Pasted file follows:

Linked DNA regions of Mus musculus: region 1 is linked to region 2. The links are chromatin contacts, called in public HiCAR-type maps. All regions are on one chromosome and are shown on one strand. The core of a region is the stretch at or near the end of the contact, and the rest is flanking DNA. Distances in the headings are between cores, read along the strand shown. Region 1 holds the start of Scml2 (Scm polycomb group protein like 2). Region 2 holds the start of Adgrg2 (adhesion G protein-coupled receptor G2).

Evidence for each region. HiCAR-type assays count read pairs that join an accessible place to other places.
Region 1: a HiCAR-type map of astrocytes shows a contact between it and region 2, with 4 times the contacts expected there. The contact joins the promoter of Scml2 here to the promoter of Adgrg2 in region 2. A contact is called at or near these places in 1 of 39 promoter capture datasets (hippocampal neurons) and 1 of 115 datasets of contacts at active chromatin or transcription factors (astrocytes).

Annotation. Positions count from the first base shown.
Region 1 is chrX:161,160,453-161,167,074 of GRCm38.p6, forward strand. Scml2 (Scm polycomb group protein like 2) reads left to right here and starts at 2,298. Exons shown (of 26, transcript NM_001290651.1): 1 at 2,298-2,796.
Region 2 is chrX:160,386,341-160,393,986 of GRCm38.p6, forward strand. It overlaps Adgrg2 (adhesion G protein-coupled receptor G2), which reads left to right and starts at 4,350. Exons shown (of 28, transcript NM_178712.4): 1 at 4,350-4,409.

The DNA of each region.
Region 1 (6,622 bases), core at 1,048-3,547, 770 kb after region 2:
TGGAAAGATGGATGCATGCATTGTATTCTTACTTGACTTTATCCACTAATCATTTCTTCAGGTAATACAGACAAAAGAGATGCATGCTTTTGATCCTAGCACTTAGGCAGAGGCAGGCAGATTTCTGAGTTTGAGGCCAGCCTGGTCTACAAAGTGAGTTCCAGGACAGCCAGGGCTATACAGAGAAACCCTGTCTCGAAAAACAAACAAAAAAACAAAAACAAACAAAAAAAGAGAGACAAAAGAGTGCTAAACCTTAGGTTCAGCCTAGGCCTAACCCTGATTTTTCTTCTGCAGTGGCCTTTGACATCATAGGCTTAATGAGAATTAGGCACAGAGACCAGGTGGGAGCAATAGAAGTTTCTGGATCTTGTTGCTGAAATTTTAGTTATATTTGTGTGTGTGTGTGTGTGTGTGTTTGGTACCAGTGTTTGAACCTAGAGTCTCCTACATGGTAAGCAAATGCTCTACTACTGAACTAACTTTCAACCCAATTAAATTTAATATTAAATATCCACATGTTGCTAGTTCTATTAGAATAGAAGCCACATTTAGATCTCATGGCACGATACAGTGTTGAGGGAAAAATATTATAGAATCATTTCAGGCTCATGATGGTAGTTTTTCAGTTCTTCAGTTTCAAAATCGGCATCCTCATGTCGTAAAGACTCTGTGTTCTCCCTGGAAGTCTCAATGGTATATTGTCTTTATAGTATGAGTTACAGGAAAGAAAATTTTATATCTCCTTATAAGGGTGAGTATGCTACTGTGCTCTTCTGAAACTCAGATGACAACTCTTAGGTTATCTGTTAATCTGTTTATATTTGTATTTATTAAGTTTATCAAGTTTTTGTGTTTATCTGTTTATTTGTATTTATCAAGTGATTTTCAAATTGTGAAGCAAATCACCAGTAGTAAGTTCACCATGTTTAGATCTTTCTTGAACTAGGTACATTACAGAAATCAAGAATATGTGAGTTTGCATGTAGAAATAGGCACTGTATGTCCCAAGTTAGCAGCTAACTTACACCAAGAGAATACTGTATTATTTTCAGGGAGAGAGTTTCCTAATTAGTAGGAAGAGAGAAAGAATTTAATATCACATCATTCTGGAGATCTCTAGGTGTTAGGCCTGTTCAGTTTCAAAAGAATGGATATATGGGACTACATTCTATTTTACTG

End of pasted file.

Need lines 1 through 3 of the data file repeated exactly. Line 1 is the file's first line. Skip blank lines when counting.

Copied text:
Linked DNA regions of Mus musculus: region 1 is linked to region 2. The links are chromatin contacts, called in public HiCAR-type maps. All regions are on one chromosome and are shown on one strand. The core of a region is the stretch at or near the end of the contact, and the rest is flanking DNA. Distances in the headings are between cores, read along the strand shown. Region 1 holds the start of Scml2 (Scm polycomb group protein like 2). Region 2 holds the start of Adgrg2 (adhesion G protein-coupled receptor G2).

Evidence for each region. HiCAR-type assays count read pairs that join an accessible place to other places.
Region 1: a HiCAR-type map of astrocytes shows a contact between it and region 2, with 4 times the contacts expected there. The contact joins the promoter of Scml2 here to the promoter of Adgrg2 in region 2. A contact is called at or near these places in 1 of 39 promoter capture datasets (hippocampal neurons) and 1 of 115 datasets of contacts at active chromatin or transcription factors (astrocytes).